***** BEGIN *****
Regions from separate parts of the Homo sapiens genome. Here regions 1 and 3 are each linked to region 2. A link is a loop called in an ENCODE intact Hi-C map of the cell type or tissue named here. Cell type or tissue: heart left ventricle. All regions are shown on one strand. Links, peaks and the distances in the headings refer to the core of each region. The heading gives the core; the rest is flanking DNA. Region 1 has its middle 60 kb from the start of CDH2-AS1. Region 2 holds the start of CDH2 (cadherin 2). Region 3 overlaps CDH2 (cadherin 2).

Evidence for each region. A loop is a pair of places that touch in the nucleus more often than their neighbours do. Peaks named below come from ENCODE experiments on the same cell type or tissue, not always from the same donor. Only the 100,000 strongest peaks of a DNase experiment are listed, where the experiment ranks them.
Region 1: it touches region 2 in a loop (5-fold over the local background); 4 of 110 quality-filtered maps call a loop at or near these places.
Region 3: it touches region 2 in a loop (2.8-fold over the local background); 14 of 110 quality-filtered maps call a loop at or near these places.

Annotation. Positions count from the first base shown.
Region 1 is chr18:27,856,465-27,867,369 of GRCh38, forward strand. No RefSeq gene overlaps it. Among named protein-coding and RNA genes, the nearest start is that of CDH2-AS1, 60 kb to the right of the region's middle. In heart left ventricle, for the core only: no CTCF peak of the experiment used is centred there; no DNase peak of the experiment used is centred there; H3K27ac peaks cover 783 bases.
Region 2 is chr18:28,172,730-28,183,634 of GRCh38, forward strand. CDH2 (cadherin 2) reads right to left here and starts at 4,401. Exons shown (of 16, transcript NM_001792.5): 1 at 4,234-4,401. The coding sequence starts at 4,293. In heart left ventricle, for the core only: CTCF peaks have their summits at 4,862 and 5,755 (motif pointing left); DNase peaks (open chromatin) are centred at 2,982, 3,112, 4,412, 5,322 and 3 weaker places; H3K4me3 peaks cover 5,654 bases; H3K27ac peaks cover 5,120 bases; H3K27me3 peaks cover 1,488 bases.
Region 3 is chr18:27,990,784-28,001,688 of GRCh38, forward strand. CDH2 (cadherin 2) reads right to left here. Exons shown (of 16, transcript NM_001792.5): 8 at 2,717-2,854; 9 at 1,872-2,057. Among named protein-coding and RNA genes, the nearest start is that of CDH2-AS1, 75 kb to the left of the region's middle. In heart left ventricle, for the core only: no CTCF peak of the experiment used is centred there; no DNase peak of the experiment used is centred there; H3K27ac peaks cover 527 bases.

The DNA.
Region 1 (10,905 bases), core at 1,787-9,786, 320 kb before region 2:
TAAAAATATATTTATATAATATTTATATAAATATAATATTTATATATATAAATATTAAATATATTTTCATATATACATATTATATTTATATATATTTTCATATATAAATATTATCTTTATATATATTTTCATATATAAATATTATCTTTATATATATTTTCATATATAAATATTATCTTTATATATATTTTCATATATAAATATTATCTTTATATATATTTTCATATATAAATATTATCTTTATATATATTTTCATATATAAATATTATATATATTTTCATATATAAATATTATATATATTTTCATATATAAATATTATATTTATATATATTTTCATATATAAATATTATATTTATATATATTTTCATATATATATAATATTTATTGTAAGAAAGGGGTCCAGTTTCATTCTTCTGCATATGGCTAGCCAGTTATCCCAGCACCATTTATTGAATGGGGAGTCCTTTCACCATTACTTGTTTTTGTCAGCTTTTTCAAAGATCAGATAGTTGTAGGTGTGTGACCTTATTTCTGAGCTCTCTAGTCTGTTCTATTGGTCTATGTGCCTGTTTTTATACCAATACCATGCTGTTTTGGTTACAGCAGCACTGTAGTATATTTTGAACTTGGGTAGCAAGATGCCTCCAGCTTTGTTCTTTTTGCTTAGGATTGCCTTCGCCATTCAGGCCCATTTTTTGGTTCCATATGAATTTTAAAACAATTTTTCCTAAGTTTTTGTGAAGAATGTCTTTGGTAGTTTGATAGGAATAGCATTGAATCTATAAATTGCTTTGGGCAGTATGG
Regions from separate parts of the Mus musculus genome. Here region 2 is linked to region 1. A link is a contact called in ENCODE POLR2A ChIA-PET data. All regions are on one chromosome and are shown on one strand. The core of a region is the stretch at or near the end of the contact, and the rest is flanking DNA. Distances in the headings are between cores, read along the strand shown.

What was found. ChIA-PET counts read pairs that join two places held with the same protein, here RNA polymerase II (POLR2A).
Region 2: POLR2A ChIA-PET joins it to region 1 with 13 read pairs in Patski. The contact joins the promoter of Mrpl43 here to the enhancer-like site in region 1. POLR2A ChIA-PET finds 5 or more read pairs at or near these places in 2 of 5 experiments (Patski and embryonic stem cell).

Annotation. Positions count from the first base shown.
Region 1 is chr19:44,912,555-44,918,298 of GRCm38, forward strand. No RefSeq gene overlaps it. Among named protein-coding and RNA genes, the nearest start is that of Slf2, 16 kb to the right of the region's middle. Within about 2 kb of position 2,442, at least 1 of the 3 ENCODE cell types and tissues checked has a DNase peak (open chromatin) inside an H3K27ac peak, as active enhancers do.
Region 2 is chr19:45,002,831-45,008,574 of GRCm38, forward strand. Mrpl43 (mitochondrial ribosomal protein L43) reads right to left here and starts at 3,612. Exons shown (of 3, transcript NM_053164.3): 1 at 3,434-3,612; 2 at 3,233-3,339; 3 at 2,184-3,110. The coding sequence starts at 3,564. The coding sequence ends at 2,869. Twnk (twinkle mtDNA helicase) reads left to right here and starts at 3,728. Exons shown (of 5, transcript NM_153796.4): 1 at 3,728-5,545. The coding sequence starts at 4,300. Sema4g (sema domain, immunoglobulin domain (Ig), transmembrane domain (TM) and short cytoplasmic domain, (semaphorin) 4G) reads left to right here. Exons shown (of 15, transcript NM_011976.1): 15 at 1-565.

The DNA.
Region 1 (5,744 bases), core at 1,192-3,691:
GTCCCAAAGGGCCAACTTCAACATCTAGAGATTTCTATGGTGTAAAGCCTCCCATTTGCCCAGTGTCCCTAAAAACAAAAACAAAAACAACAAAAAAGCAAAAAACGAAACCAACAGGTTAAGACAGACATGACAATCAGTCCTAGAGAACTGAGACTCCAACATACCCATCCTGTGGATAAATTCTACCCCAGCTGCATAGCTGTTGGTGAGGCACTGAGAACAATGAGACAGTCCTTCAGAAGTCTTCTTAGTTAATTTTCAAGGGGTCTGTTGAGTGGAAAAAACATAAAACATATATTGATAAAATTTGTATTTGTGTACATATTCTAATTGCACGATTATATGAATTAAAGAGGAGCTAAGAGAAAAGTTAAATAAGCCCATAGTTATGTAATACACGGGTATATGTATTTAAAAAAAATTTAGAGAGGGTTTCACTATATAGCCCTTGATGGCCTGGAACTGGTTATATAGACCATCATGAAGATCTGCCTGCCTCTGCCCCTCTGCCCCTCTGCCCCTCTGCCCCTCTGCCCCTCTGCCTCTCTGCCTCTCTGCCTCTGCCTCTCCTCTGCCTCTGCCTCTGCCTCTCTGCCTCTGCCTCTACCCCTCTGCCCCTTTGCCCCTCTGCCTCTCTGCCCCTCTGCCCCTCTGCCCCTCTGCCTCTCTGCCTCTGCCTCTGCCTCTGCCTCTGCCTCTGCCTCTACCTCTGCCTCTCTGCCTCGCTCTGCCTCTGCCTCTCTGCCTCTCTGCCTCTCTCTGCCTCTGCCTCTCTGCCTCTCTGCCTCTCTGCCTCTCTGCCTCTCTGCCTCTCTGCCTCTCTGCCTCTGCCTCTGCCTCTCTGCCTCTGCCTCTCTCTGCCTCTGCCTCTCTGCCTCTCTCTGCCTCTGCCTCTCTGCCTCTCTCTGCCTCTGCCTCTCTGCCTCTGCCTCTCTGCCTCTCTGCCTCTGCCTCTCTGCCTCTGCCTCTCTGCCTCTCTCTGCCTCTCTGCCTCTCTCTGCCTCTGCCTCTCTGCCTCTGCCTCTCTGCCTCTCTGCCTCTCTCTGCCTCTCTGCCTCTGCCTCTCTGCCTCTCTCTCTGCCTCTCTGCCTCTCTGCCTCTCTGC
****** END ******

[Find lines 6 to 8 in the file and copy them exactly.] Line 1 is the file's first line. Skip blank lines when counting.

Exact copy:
Region 1 is chr18:27,856,465-27,867,369 of GRCh38, forward strand. No RefSeq gene overlaps it. Among named protein-coding and RNA genes, the nearest start is that of CDH2-AS1, 60 kb to the right of the region's middle. In heart left ventricle, for the core only: no CTCF peak of the experiment used is centred there; no DNase peak of the experiment used is centred there; H3K27ac peaks cover 783 bases.
Region 2 is chr18:28,172,730-28,183,634 of GRCh38, forward strand. CDH2 (cadherin 2) reads right to left here and starts at 4,401. Exons shown (of 16, transcript NM_001792.5): 1 at 4,234-4,401. The coding sequence starts at 4,293. In heart left ventricle, for the core only: CTCF peaks have their summits at 4,862 and 5,755 (motif pointing left); DNase peaks (open chromatin) are centred at 2,982, 3,112, 4,412, 5,322 and 3 weaker places; H3K4me3 peaks cover 5,654 bases; H3K27ac peaks cover 5,120 bases; H3K27me3 peaks cover 1,488 bases.
Region 3 is chr18:27,990,784-28,001,688 of GRCh38, forward strand. CDH2 (cadherin 2) reads right to left here. Exons shown (of 16, transcript NM_001792.5): 8 at 2,717-2,854; 9 at 1,872-2,057. Among named protein-coding and RNA genes, the nearest start is that of CDH2-AS1, 75 kb to the left of the region's middle. In heart left ventricle, for the core only: no CTCF peak of the experiment used is centred there; no DNase peak of the experiment used is centred there; H3K27ac peaks cover 527 bases.